Figure 6.2.1. Right Hand SRM Aft Field Joint Primary And Secondary Delta Gap Opening.

Figure 6.2.1. Right Hand SRM Aft Field Joint Primary And Secondary Delta Gap Opening.


Figure 6.3.1. Summary of Dynamic Test Results.

Figure 6.3.1. Summary of Dynamic Test Results.


[L45] ....sealing can be achieved at temperatures below 25°F, while with 0.004 inch initial gap, scaling is not achieved at 25°F and becomes marginal in the 40°F and 50°F temperature range. For the .004 inch initial gap conditions, scaling without any gas blow-by past the O-rings occurred at 55°F. To evaluate the sensitivity to initial gap opening, four tests were conducted at 25°F with an initial gap of 0.010 inch. In contrast to the tests at 0.004 inch gap, these tests resulted in sealing but some minimal O-ring blow-by was observed during the sealing process. These tests show sensitivity to both temperature and O-ring squeeze. However, when the results are correlated with other test and analysis data, it is evident that the most significant factor in seal performance is the ability to get actuation pressure on the forward face of the O-ring. This is directly proportional to the hardware manufacturing tolerances and the degree of maximum squeeze condition. It should be noted that the test fixture used placed the O-rings at a specific initial gap and squeeze condition, uniformly around the circumference. It is not certain what, if any, circumferential pressure assist might occur from areas where maximum squeeze did not exist. Such effects could not be simulated in the subscale test results reported above.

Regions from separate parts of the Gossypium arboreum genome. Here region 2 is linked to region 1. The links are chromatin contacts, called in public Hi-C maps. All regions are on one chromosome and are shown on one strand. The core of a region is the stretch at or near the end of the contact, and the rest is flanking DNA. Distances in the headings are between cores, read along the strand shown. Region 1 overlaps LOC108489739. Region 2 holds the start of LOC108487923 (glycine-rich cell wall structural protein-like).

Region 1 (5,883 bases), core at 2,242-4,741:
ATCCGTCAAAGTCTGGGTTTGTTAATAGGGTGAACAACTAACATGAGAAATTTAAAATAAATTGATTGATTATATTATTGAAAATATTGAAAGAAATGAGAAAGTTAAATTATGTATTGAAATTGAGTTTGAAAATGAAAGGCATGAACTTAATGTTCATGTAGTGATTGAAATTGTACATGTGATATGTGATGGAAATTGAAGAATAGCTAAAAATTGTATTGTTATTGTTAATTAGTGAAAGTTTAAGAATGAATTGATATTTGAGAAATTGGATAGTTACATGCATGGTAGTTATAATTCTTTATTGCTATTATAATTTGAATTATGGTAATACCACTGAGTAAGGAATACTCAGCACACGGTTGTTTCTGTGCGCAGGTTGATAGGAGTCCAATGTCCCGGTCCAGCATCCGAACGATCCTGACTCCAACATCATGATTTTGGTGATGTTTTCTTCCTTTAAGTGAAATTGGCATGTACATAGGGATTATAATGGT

6.4. Joint Temperature

Analyses were conducted to establish STS 51-L joint temperatures at launch. While some differences existed between the six 51-L field joints and while the joints on the right SRM had larger circumferential gradients than those on the left SRM at launch all joints had predicted local temperatures of 28 ± 50F Predicted transient temperatures for several circumferential locations on the joints are shown for the right SRM aft field joint and the left SRM aft field joint in Figures 6.4.1 and 6.4.2. These data are representative of other joints on the respective SRMs.

The investigation has shown that predicted launch temperatures had two effects that could potentially affect the seal performance: (1) O-ring resiliency degradation and (2) the potential for ice in the joints.